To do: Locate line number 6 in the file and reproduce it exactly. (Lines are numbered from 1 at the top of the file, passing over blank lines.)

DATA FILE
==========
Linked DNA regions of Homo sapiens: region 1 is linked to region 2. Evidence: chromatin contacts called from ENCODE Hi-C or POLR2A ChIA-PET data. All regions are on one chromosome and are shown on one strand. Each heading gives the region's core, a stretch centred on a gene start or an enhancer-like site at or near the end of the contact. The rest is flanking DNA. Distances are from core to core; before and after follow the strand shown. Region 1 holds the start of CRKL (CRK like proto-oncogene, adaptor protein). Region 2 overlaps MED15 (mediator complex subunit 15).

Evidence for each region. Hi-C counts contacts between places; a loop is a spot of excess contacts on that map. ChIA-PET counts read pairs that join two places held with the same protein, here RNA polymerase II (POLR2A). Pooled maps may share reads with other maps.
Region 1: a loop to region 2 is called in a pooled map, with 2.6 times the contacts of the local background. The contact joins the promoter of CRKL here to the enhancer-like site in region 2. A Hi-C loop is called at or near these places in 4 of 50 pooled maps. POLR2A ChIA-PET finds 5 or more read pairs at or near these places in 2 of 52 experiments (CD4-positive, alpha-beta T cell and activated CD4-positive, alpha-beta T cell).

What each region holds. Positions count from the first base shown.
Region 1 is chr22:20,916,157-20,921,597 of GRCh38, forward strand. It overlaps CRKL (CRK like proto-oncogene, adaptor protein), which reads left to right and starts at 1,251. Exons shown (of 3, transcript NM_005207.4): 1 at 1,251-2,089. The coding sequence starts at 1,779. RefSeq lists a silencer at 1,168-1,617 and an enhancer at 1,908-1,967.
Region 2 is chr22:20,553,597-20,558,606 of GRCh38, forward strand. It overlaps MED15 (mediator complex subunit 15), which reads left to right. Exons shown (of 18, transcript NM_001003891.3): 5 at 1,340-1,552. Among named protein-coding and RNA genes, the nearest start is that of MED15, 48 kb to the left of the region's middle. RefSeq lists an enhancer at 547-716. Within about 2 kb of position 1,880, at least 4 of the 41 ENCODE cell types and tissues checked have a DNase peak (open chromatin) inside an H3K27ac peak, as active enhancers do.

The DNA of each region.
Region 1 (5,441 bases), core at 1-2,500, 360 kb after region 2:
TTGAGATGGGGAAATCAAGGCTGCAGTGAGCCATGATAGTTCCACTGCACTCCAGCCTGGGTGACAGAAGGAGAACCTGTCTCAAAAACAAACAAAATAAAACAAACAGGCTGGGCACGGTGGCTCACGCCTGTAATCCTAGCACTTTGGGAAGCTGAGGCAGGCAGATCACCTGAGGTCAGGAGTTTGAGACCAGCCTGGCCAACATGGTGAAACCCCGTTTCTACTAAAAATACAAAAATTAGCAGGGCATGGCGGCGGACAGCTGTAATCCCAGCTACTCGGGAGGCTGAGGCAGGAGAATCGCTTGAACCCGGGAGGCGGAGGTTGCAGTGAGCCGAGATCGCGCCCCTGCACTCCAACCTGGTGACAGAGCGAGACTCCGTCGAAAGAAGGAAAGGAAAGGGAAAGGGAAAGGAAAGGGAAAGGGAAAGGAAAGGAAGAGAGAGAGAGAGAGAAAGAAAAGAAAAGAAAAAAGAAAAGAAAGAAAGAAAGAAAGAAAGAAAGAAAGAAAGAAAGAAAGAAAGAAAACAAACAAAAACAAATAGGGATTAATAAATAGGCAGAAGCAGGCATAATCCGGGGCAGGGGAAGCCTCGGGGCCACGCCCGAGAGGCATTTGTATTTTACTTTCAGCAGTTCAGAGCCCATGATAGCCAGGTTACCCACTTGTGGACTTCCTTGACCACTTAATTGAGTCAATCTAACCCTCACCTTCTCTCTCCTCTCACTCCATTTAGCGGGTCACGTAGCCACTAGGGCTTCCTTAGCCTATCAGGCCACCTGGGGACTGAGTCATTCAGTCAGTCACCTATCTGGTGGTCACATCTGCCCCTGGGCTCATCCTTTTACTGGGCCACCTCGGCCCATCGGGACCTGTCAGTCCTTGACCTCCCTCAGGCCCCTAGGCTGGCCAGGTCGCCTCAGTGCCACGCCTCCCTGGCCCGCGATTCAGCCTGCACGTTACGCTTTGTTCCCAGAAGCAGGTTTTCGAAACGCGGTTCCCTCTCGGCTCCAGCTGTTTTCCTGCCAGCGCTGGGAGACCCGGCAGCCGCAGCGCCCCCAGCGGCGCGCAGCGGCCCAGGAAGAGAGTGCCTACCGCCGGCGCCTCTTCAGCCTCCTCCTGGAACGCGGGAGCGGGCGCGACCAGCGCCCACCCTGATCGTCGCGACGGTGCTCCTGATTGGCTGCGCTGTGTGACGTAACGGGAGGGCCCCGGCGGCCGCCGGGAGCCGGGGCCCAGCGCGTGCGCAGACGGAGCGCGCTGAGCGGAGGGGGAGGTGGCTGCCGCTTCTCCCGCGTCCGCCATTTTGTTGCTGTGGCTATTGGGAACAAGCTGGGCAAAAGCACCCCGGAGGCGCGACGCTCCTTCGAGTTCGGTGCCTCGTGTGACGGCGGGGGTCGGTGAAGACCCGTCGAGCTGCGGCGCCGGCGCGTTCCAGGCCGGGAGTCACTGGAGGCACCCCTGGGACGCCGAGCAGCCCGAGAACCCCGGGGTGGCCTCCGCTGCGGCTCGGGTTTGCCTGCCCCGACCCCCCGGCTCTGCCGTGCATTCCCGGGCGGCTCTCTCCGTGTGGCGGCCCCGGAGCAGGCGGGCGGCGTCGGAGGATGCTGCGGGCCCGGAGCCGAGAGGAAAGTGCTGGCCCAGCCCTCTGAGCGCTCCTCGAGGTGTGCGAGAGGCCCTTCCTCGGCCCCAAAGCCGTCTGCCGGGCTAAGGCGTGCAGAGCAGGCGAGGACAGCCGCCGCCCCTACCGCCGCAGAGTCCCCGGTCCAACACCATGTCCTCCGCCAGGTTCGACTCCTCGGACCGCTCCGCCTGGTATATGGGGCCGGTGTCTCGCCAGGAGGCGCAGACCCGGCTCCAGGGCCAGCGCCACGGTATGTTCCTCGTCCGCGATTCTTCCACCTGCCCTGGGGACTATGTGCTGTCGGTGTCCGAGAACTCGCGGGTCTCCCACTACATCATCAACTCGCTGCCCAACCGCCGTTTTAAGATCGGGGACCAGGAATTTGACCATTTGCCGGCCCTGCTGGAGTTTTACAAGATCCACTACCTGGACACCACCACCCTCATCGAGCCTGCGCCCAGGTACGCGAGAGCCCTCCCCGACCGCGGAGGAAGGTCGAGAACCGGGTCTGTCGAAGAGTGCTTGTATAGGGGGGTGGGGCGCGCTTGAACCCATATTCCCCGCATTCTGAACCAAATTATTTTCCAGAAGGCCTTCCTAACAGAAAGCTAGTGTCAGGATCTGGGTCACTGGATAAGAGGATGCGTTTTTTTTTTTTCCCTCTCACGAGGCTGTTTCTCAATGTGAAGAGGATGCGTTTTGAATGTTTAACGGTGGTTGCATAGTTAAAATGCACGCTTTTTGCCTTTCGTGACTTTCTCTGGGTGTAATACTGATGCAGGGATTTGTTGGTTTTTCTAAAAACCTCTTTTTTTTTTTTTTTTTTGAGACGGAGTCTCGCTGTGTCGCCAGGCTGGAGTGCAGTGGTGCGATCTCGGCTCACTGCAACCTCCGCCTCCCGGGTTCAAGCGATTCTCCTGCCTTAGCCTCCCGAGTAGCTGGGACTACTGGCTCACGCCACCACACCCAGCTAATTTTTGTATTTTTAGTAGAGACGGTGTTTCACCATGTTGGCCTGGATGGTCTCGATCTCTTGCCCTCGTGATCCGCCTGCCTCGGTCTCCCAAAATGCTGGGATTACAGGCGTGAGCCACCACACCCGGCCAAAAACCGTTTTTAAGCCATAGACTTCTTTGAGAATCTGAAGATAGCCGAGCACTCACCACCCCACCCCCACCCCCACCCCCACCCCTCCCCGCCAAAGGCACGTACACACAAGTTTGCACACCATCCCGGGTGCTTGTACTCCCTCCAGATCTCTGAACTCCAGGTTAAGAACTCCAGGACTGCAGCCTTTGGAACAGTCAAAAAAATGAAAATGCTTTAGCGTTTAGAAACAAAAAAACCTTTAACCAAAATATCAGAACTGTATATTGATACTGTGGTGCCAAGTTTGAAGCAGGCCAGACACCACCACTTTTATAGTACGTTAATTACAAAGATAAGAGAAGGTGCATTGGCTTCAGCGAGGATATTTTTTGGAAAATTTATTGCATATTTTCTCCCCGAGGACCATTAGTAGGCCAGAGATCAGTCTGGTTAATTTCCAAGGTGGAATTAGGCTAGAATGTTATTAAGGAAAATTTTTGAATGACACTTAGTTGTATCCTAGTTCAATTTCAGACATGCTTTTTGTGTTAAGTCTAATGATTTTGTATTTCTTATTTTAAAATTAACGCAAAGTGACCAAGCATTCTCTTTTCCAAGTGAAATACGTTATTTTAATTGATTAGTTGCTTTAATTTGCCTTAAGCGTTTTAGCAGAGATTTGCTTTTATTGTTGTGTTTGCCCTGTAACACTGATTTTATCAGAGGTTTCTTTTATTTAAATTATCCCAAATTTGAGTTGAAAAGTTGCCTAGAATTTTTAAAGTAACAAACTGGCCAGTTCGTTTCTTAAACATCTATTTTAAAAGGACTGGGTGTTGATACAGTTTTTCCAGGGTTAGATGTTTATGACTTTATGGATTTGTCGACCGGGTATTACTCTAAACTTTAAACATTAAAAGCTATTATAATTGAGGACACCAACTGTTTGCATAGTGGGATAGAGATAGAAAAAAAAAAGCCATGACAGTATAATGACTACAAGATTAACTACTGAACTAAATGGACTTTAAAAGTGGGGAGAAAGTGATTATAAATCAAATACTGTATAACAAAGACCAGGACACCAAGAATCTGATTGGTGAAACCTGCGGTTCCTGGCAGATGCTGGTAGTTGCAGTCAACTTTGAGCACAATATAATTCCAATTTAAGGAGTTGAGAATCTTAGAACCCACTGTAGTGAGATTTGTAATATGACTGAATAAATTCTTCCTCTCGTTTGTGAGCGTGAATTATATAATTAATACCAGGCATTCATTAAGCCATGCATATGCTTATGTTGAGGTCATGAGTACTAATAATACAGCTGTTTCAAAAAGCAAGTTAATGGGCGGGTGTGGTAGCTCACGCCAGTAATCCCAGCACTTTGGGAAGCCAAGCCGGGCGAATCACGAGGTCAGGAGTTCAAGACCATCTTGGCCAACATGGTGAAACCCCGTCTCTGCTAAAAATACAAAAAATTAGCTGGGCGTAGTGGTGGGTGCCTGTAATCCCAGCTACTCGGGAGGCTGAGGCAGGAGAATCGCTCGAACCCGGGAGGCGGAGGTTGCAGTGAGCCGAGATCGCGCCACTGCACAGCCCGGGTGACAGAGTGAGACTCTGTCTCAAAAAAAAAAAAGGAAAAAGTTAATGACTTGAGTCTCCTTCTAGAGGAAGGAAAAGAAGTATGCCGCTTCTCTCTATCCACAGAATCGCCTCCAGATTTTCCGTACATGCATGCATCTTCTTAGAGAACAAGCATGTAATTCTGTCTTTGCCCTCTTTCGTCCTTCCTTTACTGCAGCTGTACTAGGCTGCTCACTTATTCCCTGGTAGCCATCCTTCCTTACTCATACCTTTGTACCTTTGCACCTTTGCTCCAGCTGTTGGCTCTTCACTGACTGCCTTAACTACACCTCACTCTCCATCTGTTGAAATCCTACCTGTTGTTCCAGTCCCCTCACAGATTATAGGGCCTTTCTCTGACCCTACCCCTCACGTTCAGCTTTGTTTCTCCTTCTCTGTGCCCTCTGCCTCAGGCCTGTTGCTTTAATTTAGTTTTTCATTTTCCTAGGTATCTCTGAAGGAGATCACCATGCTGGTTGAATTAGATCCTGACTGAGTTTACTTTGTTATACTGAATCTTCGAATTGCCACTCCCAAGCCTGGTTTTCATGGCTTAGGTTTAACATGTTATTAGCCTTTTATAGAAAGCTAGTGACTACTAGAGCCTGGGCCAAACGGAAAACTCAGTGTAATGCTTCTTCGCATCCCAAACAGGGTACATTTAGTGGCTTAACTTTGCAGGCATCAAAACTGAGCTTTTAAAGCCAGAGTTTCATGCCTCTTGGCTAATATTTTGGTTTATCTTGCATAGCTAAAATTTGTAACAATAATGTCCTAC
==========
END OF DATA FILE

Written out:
Region 2 is chr22:20,553,597-20,558,606 of GRCh38, forward strand. It overlaps MED15 (mediator complex subunit 15), which reads left to right. Exons shown (of 18, transcript NM_001003891.3): 5 at 1,340-1,552. Among named protein-coding and RNA genes, the nearest start is that of MED15, 48 kb to the left of the region's middle. RefSeq lists an enhancer at 547-716. Within about 2 kb of position 1,880, at least 4 of the 41 ENCODE cell types and tissues checked have a DNase peak (open chromatin) inside an H3K27ac peak, as active enhancers do.